Glasgow 5 March 1971
Terms in this set (9)
With a ragged diamond
of shattered plate-glass
'Ragged diamond' shocking start contasts with ragged - diamonds are usually cut with precision shards of glass are like small sparkling diamonds
'Ragged' suggests sharpness a wound
a young man and his girl
are falling backwards into a shop-window.
'Falling backwards' when we find out later on that they have been pushed. We realise they were facing their attackers - more shocking
The young man's face
is bristling with fragments of glass
and the girl's leg has caught
on the broken window
'Bristling' Metaphor the pieces of glass are like stubble. The everyday nature of this image makes it more shocking and macabre -suggest pain
'Fragments' tiny pieces
and spurts arterial blood
over her wet-look white coat.
'Spurts' shows that the blood is gushing strongly from her wound. Describes the pulsing gush of the pressurised blood.
Shows the seriousness of her injuries - makes the incident more graphic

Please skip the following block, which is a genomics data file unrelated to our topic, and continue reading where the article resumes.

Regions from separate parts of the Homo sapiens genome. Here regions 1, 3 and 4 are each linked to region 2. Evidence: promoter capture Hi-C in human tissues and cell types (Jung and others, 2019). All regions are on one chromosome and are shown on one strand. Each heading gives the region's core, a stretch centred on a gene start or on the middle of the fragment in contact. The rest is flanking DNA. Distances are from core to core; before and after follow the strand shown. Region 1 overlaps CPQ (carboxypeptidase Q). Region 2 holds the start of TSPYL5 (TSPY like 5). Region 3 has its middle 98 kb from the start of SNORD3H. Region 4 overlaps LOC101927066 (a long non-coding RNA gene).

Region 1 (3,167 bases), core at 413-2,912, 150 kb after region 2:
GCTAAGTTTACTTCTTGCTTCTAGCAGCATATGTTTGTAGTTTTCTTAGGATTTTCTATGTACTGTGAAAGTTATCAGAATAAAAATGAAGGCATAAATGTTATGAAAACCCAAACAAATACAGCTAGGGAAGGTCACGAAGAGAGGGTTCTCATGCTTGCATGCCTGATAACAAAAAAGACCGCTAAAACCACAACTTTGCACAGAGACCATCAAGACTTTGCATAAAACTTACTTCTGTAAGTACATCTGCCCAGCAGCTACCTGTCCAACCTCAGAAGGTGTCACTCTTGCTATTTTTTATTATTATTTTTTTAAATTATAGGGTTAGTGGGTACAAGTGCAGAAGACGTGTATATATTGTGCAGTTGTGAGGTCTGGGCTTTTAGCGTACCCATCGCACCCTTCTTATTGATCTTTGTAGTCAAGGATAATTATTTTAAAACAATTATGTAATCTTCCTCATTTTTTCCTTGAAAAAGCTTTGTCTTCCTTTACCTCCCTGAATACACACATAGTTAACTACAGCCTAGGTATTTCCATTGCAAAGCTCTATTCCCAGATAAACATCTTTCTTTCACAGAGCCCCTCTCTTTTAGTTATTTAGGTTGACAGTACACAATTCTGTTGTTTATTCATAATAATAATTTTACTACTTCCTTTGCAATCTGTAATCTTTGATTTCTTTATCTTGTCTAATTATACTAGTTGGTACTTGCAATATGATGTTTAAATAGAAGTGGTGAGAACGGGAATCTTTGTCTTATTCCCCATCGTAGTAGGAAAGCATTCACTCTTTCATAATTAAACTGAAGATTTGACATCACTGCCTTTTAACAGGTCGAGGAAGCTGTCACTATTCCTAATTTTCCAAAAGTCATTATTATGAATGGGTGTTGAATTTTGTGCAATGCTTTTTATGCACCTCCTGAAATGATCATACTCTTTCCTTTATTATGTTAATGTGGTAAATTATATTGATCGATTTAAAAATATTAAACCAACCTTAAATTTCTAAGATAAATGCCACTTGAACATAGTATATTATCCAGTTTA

'wet- look' ironic the coat is designed to look wet but is now actually wet.
'White' - innocence, doctors coat, contrast of red on white
Their arms are starfished out
braced for impact,
'Starfished out' Metaphor - the couples arms are flung out as they try to get their balance/protect themselves (although it is too late) - shows the couples surprise
Their faces show surprise, shock,
the beginning of pain
'faCES SHow SurpriSe, SHock' alliteration adds to the horror of the situation - mimics the sound of shattering glass
The two youths who have pushed them
are about to complete the operation
'The two youths have pushed them' we only now find out what has happened this draws the reader in
'operation' the two youths have planned the attack links to the surgical operation the couple will need
reaching into the window
to loot what they can smartly.
Their faces show no expression.
'to loot' The youths have pushed them through the window so they call steal from the shop = brutal but effective method
'Smartly' Reinforces the youths priorities = speed and efficiency
'Their faces show no expression' The youths show no concern for the couple this contrasts with the couples surprise
It is a sharp, clear night
in Sauchiehall Street.
In the background two drivers
keep their eyes on the road.
'Sharp clear night' reflects sharpness of broken glass
'Clear night' good visibility the drivers can see what's happening
'Sauchiehall street' setting - revealed at the end of the poem adds to realism
'Keep their eyes on the road' The drivers can see what is going on but are choosing to look the other way and avoid getting involved highlights the theme of the poem = society's lack of concern for others